Over and over again, we try to jump a generation but wind up falling on our face and then have to deal with upgrading the previous generation as best as we can.

Billions are spent without anything of tactical use displacing water or making shadows on ramps - putting our nation at strategic risk.

Are we talking big bucks? No.
The Navy’s budget request asked for $20.7 million but was ultimately appropriated just $7.1 million, a 66 percent cut. Congress sent the bill to the President on Thursday, who was expected to sign it.
Perhaps I'm wrong, but could Congress be right here. Are they saying, "No Navy. We don't believe you any more that we need to wait for your magical system to appear. Make something now that works now."

As paraphrased up-post,
Personne n'est corrigé; personne n'a su ni rien oublier ni rien apprendre. "Nobody has been corrected; no one has known to forget, nor yet to learn anything."
Does everyone need to be fired in order to get a change of mindset? Is there anyone not infected with the pathology of the fetid spawn of transformationalism coupling with the efficiency cult?
In May, Defense News reported that the effort to develop a system or “family of systems” to replace the shorter-range F/A-18 Super Hornet is a do-or-die effort that will determine if aircraft carriers remain relevant into the 21st century or will go the way of the chariot and battle elephant.
Ask the Army how their "family of systems" for Armored Systems Modernization program worked out. Hubris unalloyed by experience is a recipe for disaster.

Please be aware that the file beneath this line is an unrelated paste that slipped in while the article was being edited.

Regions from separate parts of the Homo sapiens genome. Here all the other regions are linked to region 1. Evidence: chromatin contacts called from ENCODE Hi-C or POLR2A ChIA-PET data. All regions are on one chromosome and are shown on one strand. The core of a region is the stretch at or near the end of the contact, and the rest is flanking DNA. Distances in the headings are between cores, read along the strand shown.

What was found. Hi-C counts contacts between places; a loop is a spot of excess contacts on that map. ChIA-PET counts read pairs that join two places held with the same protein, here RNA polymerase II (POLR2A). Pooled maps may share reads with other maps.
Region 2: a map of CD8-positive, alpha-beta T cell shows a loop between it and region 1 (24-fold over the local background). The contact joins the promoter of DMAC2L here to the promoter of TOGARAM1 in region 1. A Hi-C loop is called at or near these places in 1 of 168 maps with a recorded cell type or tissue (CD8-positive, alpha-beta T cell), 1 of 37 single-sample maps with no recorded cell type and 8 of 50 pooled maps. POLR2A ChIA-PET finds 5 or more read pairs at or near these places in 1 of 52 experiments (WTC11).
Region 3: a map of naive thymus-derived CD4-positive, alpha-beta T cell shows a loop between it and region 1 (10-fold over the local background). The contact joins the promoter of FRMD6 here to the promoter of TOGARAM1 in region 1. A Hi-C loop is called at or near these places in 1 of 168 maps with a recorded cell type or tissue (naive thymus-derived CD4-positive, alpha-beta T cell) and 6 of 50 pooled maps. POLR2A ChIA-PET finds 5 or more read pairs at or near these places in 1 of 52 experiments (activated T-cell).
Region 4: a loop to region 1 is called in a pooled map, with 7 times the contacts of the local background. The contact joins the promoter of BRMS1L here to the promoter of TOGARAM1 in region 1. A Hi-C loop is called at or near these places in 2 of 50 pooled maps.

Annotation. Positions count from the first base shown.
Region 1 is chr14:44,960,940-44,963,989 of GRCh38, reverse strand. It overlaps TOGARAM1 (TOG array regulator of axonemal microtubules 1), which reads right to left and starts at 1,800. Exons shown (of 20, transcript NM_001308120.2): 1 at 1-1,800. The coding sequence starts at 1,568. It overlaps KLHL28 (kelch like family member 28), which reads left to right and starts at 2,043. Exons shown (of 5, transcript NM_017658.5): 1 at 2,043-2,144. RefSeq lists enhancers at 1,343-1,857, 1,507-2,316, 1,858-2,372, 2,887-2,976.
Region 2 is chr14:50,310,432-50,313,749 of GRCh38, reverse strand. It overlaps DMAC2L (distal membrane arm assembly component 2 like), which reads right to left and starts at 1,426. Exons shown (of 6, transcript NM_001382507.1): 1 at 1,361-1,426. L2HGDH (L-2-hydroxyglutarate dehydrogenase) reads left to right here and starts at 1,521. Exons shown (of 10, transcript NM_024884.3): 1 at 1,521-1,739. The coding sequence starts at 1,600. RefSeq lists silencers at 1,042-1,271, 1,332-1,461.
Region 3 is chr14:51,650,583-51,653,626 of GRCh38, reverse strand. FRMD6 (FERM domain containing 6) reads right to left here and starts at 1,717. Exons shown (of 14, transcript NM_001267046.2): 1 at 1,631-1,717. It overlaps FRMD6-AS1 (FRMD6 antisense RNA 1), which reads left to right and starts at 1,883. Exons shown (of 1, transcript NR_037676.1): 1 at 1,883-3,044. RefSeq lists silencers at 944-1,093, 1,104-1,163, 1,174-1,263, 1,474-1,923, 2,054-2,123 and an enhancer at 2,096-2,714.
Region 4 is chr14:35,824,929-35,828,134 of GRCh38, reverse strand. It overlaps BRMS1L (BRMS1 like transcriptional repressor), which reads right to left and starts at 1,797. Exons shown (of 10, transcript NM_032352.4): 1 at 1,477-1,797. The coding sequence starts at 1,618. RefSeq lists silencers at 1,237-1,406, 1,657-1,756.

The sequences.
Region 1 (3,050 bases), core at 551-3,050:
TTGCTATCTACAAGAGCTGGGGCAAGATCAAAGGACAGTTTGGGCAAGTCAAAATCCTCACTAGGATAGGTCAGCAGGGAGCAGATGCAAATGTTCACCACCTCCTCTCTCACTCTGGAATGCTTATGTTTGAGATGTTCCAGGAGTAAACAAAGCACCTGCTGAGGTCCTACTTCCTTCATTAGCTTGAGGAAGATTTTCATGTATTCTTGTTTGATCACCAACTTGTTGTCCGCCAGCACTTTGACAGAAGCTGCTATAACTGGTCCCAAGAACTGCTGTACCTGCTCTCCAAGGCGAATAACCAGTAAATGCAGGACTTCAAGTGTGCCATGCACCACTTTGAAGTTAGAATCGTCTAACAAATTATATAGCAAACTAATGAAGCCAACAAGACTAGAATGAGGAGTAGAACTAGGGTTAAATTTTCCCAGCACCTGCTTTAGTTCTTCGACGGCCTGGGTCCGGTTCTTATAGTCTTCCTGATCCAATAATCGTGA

Good people can be wrong here, and we have a lot of that. Case in point, Bob Work.

Correct diagnosis,
Bob Work, former Navy undersecretary and deputy Defense Secretary, told Defense News in May that the F/A-XX is the program the Navy needs to get range back onto the flight deck, which experts tend to agree is imperative. And if they’re going to do it right, they should look to unmanned, Work said.

“The focus should be on the F/A-XX. If you really want range, that has to be the platform you are shooting for,” Work said.
As we have been discussing for a decade and a half here, the Navy's retreat from range is an unforgivable case of self mutilation.

As steps were not made earlier then thing were only difficult, because we now find ourselves out of time, there is is a panic.

As is human nature, when panic steps in, you look for shortcuts, magic, or just blind luck.

A capability that has promise but is not even close to being ready for prime time, unmanned systems, are the latest thing we are grasping at.

For the problem at hand - what do we fight with in 2025 and 2030 - they are the wrong answer.
“Because with the Navy buying the F-35Cs, and the Marine [Corps] buying the F-35Bs, and the Navy buying the Block III Super Hornet, you are not going to be able to afford two or three programs. So, the F/A-XX is the one you need to focus on. And if the analysis shows you need range, that points to unmanned.”
Work is right about a lot of things - but like his stance on frigate's a decade ago, he is wrong here for what we need to do in 2020.

Bandwidth. Ability to takeoff, perform mission, and land in an non-EW or satellite access environment - these are just a few of the things that tell us that at this iteration, unmanned is not the basket we need to throw all our eggs in to. 

We need to take what we have and design from there. We are already a decade late in getting a replacement for the Super Hornet up and running.

We are letting the perfect be the enemy of the good. While we get what we need up and running, we can work on developing what we want - or think we want. We can and must do both ... but trusting on hope backed by hubris will not bring victory in the Sino-American conflict of 2027.

If we are not careful, we will wind up with the aviation version of the kind of perfection seen in DDG-1000. 

Like building DDG-51 until the crack of doom ... we will transform ourselves in to having an open production line of Super Hornets in to the 4th decade of the 21st Century.

We have a lot of people advocating for the wrong direction. We seem to not just be rudderless, but the bridge is empty as we head in to the shipping lanes.

No comments: